On Friday afternoon we gathered here in this sanctuary to celebrate the life of one of our longtime and faithful members, Helen Marshman. After the service, I joined her 2 kids, 6 grandchildren, her niece, and other close friends at Blue Hill Cemetery. It was a beautiful afternoon to drive through the grounds there – the shadows and light created by the leaves on the ominous oak trees lining the driving path danced on the windshield of my car as the hearse led me to an area of the cemetery that was new to me. It was a piece of land toward the back of the cemetery that dipped down, almost as if it were tucked away in a small valley, sheltered and protected underneath the large oaks. There was a fountain there as well; the peaceful noise of running water joined the rustling leaves and singing birds. It was a lovely spot, where Helen was laid to rest. Quiet and private. A piece of the earth now marked with her special and unique life.
And this morning, we share in the joy of Teah’s baptism. Like a small seed, Teah is born into infinite possibilities and potential beyond all of our imagining. Her life holds such mystery and wonder.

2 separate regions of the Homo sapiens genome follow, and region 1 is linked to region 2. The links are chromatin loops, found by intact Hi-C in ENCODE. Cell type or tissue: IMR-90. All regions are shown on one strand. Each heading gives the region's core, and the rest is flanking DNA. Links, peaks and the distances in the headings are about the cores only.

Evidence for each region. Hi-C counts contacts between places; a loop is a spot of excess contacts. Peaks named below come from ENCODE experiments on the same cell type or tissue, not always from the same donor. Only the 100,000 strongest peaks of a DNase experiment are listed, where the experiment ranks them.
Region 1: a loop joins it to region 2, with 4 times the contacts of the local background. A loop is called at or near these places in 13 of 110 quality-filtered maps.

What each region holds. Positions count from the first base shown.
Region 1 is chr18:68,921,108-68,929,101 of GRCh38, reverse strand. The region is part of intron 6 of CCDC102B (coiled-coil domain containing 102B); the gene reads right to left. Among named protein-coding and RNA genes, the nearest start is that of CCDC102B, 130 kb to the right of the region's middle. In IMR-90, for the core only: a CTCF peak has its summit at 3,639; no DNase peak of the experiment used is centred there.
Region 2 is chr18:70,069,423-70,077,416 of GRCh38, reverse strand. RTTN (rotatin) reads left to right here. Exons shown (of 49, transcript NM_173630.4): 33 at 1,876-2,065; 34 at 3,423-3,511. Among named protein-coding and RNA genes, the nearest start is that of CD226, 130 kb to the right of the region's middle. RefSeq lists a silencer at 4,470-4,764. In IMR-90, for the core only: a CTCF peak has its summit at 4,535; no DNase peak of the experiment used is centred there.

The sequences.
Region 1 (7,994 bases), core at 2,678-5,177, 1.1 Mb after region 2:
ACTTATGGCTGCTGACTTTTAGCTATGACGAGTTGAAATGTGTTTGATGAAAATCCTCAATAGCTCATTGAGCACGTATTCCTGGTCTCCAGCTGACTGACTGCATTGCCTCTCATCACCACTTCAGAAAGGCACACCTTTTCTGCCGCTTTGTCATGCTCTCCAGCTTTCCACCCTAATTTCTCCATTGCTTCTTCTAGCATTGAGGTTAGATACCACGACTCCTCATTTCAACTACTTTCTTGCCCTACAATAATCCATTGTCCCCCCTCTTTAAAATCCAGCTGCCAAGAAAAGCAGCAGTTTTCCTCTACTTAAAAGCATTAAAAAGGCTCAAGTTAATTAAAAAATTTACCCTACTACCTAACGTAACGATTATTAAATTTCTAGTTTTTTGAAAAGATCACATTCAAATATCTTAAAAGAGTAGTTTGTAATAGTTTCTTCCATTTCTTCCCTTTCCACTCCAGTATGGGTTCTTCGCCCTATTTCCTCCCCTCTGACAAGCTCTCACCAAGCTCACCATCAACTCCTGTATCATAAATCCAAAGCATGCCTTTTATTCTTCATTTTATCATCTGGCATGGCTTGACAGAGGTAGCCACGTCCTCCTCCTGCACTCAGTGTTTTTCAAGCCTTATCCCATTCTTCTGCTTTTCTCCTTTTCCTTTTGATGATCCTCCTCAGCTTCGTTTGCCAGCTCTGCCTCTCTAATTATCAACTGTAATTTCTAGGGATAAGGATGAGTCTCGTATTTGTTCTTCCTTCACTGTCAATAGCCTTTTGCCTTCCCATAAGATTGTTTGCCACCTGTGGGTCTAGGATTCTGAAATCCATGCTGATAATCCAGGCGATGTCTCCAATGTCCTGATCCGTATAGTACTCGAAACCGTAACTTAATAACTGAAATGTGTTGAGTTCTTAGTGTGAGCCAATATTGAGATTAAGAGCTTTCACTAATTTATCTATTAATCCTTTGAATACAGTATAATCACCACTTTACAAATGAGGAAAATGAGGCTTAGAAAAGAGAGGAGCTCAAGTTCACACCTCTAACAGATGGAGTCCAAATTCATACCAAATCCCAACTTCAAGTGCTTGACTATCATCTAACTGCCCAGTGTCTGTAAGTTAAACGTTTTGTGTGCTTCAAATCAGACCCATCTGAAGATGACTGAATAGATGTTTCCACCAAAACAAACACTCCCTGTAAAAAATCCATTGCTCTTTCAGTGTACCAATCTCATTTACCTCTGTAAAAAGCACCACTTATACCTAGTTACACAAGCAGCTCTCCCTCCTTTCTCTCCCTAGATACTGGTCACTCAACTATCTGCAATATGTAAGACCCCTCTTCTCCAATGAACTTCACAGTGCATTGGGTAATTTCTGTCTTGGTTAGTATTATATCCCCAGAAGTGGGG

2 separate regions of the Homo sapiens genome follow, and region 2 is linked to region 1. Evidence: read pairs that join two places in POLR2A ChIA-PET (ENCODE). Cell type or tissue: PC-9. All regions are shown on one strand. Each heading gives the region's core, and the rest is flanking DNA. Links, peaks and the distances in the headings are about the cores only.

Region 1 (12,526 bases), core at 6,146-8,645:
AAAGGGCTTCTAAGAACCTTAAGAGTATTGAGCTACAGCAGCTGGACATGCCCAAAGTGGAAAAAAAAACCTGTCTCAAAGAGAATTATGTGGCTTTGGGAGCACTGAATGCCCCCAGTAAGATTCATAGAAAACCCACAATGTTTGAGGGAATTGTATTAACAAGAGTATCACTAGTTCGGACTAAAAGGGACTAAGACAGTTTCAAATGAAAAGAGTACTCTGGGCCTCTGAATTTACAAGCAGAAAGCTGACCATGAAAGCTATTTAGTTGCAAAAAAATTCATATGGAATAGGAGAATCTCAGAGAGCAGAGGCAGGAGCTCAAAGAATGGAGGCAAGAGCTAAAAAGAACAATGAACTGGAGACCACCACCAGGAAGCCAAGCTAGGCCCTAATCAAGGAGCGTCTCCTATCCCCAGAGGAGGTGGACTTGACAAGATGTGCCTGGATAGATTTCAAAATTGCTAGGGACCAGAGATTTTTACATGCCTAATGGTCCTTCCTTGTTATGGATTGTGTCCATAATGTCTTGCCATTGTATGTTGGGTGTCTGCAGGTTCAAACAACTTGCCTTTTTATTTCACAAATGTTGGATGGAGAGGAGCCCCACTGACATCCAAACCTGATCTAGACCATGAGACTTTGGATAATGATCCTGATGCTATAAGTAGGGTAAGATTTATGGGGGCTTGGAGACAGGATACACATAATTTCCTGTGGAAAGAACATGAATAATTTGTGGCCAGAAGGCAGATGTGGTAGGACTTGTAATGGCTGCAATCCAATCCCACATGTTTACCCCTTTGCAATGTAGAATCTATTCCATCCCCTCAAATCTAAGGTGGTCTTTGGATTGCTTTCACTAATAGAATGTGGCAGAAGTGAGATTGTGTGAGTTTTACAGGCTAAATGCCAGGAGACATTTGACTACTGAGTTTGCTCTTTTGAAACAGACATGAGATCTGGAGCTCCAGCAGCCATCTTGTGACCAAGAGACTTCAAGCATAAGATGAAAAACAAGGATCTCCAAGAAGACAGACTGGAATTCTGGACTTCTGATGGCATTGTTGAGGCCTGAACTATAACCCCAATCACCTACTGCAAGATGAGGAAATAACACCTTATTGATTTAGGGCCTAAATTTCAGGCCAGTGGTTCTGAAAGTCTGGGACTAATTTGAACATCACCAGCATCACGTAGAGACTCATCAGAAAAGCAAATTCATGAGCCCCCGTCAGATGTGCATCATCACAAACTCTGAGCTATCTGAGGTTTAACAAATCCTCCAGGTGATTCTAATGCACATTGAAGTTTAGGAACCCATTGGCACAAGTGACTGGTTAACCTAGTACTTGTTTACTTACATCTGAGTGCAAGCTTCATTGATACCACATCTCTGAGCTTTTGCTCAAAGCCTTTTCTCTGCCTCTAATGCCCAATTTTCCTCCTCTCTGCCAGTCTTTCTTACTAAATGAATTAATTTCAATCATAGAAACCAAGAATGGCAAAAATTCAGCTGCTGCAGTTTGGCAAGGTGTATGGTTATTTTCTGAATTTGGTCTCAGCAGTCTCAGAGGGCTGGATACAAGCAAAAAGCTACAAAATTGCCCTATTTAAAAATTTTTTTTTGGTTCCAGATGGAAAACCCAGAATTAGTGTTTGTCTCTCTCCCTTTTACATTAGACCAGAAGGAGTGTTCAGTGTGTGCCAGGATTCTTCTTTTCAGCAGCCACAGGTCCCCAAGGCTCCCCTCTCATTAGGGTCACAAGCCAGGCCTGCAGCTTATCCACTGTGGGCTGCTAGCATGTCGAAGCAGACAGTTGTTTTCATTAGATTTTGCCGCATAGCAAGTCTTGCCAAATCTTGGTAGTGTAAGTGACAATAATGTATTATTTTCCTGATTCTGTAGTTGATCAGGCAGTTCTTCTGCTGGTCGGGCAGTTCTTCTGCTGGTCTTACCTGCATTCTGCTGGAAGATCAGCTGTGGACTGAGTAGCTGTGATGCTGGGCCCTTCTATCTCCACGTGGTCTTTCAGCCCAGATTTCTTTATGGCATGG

Teah’s baptism signifies the work that God is already doing in the world – creating us, calling us, forgiving us, blessing us - and it reminds each one of us of our own baptism. Of that moment in our lives when we were marked as special, as beloved children of God, who did not have to achieve in order to earn God’s favor, but rather received God’s grace, unmerited and freely given.
Thank you, Teah, for this reminder. It is good to be reminded that God adores us – each and every one of us – and that God provides enough love to nurture every single seed into a special piece of the harvest.
And, we pray that as the days pass by and the years wear on that you, Tom and Sally, Michelle and Dave, will continue to remind Teah of the moment of her baptism, of God’s love that will nurture and support the healthy growth of her faith as her life unfolds in its own, unique, exceptional, and special way.